The educational momentum stimulates indispensable value to the economy, and ultimately for us all in Egypt. Vision 2030 acknowledges human capital as the country’s main resource. With the labor force expected to increase to 80 million people by then (including a major youth bulge), a lack of an educational foundation for all jeopardizes the continued growth of the informal economy. Currently estimated to represent 40 percent of gross domestic product (GDP), the complex informal technical sector is typically characterized by its small size of freelance operations and low level of organization. The compounded impact of what is has been commonly described as the technical worker's ‘Egyptian touch’ is a catalyst for creative chaos.
Simply put, population increase has outgrown job creation as we know it, right here, right now. So while the government is promoting smaller families, there is an urgent effort to propel strategic, diverse, and continuous job
creation. It is important though to recognize where we are starting from. Egypt ranked 104th out of 119 countries in 2018 The Global Talent Competitiveness Index. The relevance of the country’s education system to the economy, skills matching with secondary education, and skills matching with tertiary education, ranked 117th, 118th, and 118th respectively.
The feat almost sounds insurmountable, but it isn’t. Stakeholders across ecosystems are actively engaged and demonstrating a commitment to the shared Vision. Mega-projects like the Administrative Capital and the plethora of new cities across the country with the associated infrastructure needs and diverse market opportunities can act as a metaphorical magic seed to the economic beanstalk. That is, of course, contingent upon also planting the education seed.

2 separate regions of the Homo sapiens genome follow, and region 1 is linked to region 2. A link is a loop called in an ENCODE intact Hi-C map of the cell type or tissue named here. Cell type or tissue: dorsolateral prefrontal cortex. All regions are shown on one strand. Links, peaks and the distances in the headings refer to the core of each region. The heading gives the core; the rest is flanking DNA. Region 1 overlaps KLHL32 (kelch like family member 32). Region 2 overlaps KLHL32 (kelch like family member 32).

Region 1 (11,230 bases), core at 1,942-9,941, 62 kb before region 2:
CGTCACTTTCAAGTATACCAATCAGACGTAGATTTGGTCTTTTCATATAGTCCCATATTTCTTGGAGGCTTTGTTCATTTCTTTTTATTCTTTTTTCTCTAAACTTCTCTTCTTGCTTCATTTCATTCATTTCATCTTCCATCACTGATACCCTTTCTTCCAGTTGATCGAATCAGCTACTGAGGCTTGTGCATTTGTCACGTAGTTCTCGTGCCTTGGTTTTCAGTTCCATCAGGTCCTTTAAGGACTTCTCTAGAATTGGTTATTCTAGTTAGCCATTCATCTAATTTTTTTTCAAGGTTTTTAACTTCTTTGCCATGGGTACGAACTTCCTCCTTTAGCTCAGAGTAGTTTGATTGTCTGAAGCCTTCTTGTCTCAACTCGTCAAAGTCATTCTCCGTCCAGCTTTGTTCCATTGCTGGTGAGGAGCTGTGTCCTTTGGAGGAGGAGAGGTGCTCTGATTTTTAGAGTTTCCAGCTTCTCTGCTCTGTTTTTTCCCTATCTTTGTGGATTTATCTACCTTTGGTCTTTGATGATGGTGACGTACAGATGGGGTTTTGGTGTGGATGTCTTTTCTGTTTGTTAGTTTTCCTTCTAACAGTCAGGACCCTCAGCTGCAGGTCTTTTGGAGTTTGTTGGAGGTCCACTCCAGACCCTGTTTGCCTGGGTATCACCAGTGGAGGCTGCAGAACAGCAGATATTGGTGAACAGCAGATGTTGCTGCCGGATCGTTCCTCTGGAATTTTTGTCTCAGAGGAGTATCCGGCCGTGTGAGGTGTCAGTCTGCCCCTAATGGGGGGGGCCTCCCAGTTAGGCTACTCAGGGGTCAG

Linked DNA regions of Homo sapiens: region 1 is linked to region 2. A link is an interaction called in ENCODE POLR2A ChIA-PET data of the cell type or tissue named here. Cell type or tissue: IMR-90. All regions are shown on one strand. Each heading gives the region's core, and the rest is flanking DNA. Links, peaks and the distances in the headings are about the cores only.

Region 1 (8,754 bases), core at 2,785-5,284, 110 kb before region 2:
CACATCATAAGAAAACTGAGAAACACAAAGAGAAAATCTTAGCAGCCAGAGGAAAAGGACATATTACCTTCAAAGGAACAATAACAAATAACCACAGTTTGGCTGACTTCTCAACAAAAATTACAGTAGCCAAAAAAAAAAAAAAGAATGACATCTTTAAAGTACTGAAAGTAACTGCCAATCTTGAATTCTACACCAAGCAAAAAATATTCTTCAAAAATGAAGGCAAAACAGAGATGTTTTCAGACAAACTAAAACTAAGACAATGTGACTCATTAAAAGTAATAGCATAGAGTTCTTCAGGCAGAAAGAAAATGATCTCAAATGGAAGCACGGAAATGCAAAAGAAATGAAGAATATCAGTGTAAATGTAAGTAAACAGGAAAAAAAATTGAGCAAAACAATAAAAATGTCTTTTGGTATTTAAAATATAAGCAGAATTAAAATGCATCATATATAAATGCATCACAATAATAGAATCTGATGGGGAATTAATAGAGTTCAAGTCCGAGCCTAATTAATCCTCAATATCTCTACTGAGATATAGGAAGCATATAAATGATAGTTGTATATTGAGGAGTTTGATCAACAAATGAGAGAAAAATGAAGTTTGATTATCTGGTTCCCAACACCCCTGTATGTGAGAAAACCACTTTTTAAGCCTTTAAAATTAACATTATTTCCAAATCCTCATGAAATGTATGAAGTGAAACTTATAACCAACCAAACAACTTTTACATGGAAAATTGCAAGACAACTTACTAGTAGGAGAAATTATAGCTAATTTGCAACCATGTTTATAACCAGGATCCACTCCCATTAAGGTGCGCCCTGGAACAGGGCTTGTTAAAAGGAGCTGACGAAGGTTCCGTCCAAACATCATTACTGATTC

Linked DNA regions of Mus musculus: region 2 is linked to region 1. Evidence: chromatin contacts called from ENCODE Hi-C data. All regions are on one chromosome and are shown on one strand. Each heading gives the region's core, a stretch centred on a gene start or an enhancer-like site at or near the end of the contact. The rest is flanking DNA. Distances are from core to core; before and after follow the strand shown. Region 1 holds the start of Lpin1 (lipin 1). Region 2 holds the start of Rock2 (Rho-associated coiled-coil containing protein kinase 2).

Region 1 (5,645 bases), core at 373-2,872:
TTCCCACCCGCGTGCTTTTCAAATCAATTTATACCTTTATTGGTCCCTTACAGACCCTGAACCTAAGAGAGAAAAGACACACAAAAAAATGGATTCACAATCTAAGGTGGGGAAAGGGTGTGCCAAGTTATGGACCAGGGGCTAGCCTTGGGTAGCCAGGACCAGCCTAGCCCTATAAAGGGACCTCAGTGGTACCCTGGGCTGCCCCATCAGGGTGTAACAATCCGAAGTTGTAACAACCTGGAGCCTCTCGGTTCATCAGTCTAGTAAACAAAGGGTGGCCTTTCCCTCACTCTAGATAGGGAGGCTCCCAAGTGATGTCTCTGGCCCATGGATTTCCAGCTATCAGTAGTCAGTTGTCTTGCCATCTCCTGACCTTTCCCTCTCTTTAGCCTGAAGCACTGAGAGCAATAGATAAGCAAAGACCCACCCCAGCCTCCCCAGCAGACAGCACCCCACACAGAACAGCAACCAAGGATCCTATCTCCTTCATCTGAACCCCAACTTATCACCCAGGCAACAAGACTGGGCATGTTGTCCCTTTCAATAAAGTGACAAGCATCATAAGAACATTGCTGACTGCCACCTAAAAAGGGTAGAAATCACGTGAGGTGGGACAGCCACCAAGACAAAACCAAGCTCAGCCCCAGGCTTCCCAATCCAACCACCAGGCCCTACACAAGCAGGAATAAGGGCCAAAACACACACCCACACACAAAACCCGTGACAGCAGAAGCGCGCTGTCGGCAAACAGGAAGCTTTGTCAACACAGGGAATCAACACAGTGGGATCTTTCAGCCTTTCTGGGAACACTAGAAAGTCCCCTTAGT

All this is ultimately about people. Diverse people that have the same human ambitions as everyone else, but share an experience of systematically inequitable opportunities. Their silver lining is their grossed grit. Overall, access provides the potential to pursue these human ambitions, including the right to decent work. This is not a ‘chicken or the egg’ scenario. Skills do not come without development. Even unskilled labor still requires some skills. There is a certain collective responsibility here. To refer to the final metaphor, the grand effect of the butterfly’s wings first requires the force it garners as it slides its wings against the momentum and then brings all that forward.
With the launch of the Applied Vocational Studies programs, SCE acknowledges its responsibility to Egyptian technical students and professionals. The value SCE offers has a uniquely impactful return with a greater significance to the learner, their employer, and the economy. We honor the man who recognized all this since his inauguration day pledging, “The process of upgrading the education sector should include also enhancing vocational education and associating it with the labor market needs,” President Abdel Fattah El-Sisi, and all those that contribute to collective will building the technical force.